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    ABSTRACT: To identify the genetic drivers of colorectal tumorigenesis, we applied array comparative genomic hybridization (aCGH) to 13 formalin-fixed paraffin-embedded (FFPE) samples of early, localized human colon adenocarcinomas arising in high-grade adenomas (so-called "malignant polyps"). These lesions are small and hence the amount of DNA is limited. Additionally, the quality of DNA is compromised due to the fragmentation as a consequence of formalin fixation. To overcome these problems, we optimized a newly developed isothermal whole genome amplification system (NuGEN Ovation® WGA FFPE System). Starting with 100 ng of FFPE DNA, the amplification system produced 4.01 ± 0.29 μg (mean ± standard deviation) of DNA. The excellent quality of amplified DNA was further indicated by a high signal-to-noise ratio and a low derivative log(2) ratio spread. Both, the amount of amplified DNA and aCGH performance were independent of the age of the FFPE blocks and the associated degradation of the extracted DNA. We observed losses of chromosome arms 5q and 18q in the adenoma components of the malignant polyp samples, while the embedded early carcinomas revealed losses of 8p, 17p, and 18, and gains of 7, 13, and 20. Aberrations detected in the adenoma components were invariably maintained in the embedded carcinomas. This approach demonstrates that using isothermally whole genome amplified FFPE DNA is technically suitable for aCGH. In addition to demonstrating the clonal origin of the adenoma and carcinoma part within a malignant polyp, the gain of chromosome arm 20q was an indicator for progression from adenoma to carcinoma.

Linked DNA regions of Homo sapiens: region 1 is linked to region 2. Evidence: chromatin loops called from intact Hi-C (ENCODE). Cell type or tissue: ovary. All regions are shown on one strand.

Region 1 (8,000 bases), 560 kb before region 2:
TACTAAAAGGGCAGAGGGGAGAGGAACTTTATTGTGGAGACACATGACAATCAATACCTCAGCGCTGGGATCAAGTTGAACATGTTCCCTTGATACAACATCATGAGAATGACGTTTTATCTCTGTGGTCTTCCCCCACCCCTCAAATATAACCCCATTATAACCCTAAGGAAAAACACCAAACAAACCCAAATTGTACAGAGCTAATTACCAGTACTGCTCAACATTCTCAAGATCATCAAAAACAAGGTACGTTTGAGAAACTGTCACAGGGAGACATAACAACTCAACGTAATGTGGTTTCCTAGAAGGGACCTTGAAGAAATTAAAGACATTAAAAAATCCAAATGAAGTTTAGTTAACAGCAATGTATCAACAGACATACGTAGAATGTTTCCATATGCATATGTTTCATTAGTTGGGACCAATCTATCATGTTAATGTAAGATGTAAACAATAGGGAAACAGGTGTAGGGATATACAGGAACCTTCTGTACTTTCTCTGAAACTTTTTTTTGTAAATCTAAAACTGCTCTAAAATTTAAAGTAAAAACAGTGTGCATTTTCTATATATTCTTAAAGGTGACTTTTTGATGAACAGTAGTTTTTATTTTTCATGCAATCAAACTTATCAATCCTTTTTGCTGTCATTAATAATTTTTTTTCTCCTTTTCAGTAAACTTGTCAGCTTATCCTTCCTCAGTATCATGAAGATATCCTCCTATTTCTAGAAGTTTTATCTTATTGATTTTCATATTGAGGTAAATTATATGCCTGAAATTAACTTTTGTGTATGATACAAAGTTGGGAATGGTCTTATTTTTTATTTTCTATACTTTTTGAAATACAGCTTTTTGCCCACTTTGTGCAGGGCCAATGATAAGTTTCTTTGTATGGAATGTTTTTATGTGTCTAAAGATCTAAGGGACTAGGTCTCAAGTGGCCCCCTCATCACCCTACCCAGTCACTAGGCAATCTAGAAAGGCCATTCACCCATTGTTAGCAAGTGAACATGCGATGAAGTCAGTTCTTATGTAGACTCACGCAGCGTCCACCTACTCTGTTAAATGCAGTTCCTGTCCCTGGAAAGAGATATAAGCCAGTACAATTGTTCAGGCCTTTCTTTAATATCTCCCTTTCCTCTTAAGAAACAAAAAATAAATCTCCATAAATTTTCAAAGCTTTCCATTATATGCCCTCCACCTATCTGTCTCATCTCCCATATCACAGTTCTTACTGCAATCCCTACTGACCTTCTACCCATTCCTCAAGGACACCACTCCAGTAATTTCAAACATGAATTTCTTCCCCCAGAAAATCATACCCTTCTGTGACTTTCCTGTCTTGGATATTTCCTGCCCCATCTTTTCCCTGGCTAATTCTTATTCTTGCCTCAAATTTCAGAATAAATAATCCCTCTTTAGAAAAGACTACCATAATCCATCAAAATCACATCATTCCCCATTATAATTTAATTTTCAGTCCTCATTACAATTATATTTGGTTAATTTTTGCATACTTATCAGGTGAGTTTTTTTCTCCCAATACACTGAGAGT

Genes Chromosomes and Cancer 05/2012; 51(5):490-500. DOI:10.1002/gcc.21937 · 4.04 Impact Factor
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    ABSTRACT: Increasing evidence supports the cancer stem cell hypothesis, which postulates that cancer stem cells are responsible for tumor initiation, metastasis, and resistance to treatments. Therefore, they are the cells to target to cure a cancer. To study the behavior of cancer stem cells, markers for prospective isolation of cancer stem cells are crucial. Recently, CD133 has been used extensively as a marker for the identification of stem cells from normal and cancerous tissues. Several more recent studies, however, indicate that CD133 are expressed in differentiated epithelial cells in various organs, and CD133-negative cancer cells can also initiate tumors. The findings suggest that CD133 is not restricted to somatic stem cells and cancer stem cells. However, in many cases CD133 may be used in combination with other markers or methods to acquire stem cells. In this review, we summarize findings in CD133 expression in various tissues and critically discuss its applications in stem cell isolation.
    Stem cells and development 06/2009; 18(8):1127-34. DOI:10.1089/scd.2008.0338 · 3.73 Impact Factor